I was always one of those parents that said, “OMG if they can ASK for it, then their old enough not to need it!”

    I wish you luck. The longer it goes on the worse it will be.

    [Reply]

    Comment by Kristi on April 24, 2007
  5. Oh no! That would be really hard. I couldn’t get Avery to ever take a pacifier, you should check out my ‘Operation Plug Screamhole’ video on my sidebar to see what happened when I tried :)
    Good luck weaning her, it must break your heart to deny her…

    [Reply]

    Comment by Jamie on April 24, 2007
  6. All i have to say to that video is:
    BWAHAHAHAHAHAHAHA.

    [Reply]

    Comment by obabe on April 24, 2007
  7. Ali, I am SO feeling your pain :(((( – the Divine Miss M. lurrrrves her “dummy” (she calls it her bubby, go figure). First thing she goes for when I pick her up from daycare and guess what? She can stick 2 in her mouth at the same time, she thinks it’s hilarious.

    And ummm, our product of choice is also Mam (at $7.50 a pop, gotta love it, NOT!!!).

    (Ehem, my 4 year old still has one at night, damn it:((()

    [Reply]

    Comment by Heidi on April 24, 2007
  8. For my wife and I, we never introduced the paci, so it made the taking it away part that much easier.

    I too see 3 or 4 years olds with them and think to myself, “my god, you really need to fix this!”

    - Jon
    - Daddy Detective
    - http://www.daddydetective.com

    [Reply]

    Comment by Jon on April 24, 2007
  9. hi ali,you know who cares what other people think.if bellas a happier girl with her pacifier then let her have it.it makes her happy and have you ever seen a 5 year old going to kindergarten with one?i haven’t.when shes done she’ll wean herself .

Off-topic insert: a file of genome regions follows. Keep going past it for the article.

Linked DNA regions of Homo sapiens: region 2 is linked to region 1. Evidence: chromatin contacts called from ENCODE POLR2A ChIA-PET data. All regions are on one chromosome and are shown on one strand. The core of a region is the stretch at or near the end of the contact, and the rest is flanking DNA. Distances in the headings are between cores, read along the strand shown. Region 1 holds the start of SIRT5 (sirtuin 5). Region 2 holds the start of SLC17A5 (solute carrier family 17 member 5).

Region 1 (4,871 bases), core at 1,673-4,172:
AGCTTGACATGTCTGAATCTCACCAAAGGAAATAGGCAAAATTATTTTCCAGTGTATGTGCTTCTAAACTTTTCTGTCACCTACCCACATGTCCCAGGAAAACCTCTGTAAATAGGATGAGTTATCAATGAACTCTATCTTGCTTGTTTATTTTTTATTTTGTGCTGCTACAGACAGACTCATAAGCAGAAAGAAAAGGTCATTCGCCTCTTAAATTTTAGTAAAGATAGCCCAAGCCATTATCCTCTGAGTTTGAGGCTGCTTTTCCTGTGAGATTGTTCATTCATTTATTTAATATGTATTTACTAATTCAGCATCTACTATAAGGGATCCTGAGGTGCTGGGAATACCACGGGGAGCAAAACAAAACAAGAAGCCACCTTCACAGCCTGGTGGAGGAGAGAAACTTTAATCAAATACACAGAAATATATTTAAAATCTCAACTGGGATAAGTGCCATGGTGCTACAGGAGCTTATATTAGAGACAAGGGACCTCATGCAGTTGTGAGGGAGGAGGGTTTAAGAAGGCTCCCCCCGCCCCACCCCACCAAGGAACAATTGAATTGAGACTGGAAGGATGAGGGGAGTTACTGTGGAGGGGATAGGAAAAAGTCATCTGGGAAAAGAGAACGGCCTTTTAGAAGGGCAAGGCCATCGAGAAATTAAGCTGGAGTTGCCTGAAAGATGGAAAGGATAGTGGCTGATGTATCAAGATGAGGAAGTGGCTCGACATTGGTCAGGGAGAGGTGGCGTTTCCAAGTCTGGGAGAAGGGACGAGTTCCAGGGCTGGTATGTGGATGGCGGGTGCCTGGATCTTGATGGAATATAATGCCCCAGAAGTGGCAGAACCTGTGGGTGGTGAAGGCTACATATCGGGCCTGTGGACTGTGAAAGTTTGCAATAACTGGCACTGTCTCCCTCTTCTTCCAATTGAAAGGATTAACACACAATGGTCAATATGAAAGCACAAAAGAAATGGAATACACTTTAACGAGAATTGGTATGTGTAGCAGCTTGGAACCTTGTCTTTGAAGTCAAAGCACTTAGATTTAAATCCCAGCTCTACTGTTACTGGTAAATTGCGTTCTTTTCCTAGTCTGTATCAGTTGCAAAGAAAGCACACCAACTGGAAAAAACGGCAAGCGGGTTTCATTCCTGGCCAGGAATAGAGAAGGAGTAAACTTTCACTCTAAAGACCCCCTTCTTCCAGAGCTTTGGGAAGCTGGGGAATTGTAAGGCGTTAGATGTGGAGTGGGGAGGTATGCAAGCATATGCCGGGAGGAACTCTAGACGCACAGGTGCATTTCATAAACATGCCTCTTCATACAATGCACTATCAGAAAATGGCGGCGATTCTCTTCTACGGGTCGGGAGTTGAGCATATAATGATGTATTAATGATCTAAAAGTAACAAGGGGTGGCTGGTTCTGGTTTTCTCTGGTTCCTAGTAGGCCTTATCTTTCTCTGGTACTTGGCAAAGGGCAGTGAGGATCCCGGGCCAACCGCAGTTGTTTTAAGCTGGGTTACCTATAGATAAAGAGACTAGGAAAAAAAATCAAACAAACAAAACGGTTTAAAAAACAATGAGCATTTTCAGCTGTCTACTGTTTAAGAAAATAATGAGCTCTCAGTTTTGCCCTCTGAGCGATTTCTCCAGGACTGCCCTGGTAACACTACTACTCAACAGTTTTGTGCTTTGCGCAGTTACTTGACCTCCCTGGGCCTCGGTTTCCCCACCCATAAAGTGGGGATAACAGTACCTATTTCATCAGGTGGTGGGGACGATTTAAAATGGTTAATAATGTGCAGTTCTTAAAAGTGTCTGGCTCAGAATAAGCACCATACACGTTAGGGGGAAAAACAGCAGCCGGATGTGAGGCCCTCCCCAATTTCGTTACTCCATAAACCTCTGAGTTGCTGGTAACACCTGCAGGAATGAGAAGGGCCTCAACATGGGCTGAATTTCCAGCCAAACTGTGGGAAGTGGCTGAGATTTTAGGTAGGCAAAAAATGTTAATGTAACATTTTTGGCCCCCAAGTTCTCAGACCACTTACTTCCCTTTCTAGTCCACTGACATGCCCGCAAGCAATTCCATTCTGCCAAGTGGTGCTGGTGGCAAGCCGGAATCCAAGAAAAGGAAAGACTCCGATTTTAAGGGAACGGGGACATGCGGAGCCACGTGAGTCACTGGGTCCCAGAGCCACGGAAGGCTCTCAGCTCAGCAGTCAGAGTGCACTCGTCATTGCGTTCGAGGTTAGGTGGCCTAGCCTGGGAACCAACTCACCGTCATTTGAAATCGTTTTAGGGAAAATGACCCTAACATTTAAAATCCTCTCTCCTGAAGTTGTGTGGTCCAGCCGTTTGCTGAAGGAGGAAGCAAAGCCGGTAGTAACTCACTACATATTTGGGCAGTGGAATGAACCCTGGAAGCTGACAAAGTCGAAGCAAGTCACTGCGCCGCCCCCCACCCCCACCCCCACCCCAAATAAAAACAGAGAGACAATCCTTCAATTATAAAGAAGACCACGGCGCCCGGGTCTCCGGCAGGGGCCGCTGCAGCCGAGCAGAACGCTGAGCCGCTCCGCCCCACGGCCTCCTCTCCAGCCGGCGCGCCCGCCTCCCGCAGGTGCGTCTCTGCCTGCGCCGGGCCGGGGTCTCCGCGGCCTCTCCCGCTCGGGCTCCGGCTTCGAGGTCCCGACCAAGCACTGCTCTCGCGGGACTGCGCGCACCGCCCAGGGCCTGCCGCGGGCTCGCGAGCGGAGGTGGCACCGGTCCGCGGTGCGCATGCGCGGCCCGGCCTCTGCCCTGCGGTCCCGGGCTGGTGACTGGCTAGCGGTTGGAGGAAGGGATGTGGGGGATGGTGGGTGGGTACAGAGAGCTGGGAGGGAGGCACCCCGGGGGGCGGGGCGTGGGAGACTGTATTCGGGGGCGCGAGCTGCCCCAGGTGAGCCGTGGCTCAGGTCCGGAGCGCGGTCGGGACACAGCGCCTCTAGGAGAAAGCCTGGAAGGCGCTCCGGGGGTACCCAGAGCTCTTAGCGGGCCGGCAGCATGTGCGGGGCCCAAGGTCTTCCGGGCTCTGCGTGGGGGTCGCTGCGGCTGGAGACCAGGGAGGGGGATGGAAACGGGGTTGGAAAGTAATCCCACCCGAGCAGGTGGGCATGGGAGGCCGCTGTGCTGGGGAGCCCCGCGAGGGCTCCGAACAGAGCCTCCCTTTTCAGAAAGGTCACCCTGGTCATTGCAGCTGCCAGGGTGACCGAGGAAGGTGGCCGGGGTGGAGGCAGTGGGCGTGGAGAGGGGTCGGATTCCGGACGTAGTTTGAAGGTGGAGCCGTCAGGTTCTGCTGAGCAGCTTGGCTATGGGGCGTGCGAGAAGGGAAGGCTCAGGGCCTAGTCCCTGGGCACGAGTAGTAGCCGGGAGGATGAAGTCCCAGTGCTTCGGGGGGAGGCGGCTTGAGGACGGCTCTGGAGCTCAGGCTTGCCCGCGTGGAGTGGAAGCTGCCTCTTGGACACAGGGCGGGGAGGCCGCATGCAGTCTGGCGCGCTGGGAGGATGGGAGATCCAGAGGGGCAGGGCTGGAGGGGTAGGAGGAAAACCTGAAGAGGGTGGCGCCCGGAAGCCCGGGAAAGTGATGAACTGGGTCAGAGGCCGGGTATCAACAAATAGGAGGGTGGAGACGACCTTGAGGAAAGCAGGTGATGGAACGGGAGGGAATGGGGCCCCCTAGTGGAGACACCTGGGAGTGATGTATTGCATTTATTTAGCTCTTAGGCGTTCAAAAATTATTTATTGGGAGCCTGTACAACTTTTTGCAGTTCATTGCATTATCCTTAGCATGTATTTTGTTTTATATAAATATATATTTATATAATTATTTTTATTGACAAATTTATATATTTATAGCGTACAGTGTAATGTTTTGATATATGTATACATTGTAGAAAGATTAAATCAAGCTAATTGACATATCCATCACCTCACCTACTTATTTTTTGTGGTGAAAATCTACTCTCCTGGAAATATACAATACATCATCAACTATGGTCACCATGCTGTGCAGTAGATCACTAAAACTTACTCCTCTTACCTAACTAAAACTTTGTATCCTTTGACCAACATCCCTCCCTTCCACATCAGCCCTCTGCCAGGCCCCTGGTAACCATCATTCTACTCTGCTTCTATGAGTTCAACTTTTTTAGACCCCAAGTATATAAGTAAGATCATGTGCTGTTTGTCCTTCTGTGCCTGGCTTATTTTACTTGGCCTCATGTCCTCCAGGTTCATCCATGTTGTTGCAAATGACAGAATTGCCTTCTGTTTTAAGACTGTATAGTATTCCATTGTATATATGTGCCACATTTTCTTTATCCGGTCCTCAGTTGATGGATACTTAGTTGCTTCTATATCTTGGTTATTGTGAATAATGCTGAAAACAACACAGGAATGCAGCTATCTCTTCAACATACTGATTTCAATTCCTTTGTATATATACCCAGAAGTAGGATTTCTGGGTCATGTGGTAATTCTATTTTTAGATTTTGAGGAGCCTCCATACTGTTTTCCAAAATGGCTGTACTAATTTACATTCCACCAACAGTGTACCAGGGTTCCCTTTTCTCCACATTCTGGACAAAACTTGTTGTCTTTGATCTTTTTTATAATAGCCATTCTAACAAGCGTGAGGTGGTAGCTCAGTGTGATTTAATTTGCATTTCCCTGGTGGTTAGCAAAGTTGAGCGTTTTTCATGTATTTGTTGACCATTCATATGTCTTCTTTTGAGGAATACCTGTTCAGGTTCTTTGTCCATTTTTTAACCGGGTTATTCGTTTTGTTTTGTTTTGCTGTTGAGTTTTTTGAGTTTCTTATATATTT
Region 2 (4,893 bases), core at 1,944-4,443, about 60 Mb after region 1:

[Reply]

    Comment by LAVENDULA on April 24, 2007
  10. Heh. My older two kids had their pacifiers until their second birthday.

    [Reply]

    Comment by Rebecca on April 24, 2007
  11. ha! my mom took a passive approach to weaning me of my “pats”: i kept carrying them around the house and losing them in strange places, and eventually she just stopped looking. one by one they kept disappearing, and then they were all gone! i went around the house for a few days (weeks?) plaintively crying, “pats!” but mom just kept saying, “i don’t know, they’re gone!” eventually i forgot about them.

    the funny thing is that we finally found the last one when i was 11. :-P

    [Reply]

    Comment by lara on April 24, 2007
  12. At least you can take a paci away! Try taking a THUMB away. At least I’ve gotten her to fondle her own boobs, rather than mine…!

    [Reply]

    Comment by Haley-O on April 24, 2007
  13. At least you can take a paci away! Try taking a THUMB away. At least I’ve gotten her to fondle her own boobs, rather than mine…!

    LOVE THE VID, by the way!!!

    [Reply]

    Comment by Haley-O on April 24, 2007
  14. Okay, seriously? STOP blogging the things that are in my head! I was going to blog about this today, but I got too excited by the Yann Martel “What is Stephen Harper Reading” thing. Anyway, Simon turned three in February and we’re still negotiating with him to relinquish the soother (I must justify that he only gets it at bedtime.) Sunday night he actually forgot to ask for it and slept the whole night without, so we tried to take it away last night. When he cried, I caved. It’s definitely a ‘last child’ indulgence!

    [Reply]

    Comment by DaniGirl on April 24, 2007
  15. She is way cute! I’m all about finding ways to keep my children from channeling demons. What ever works is a good thing.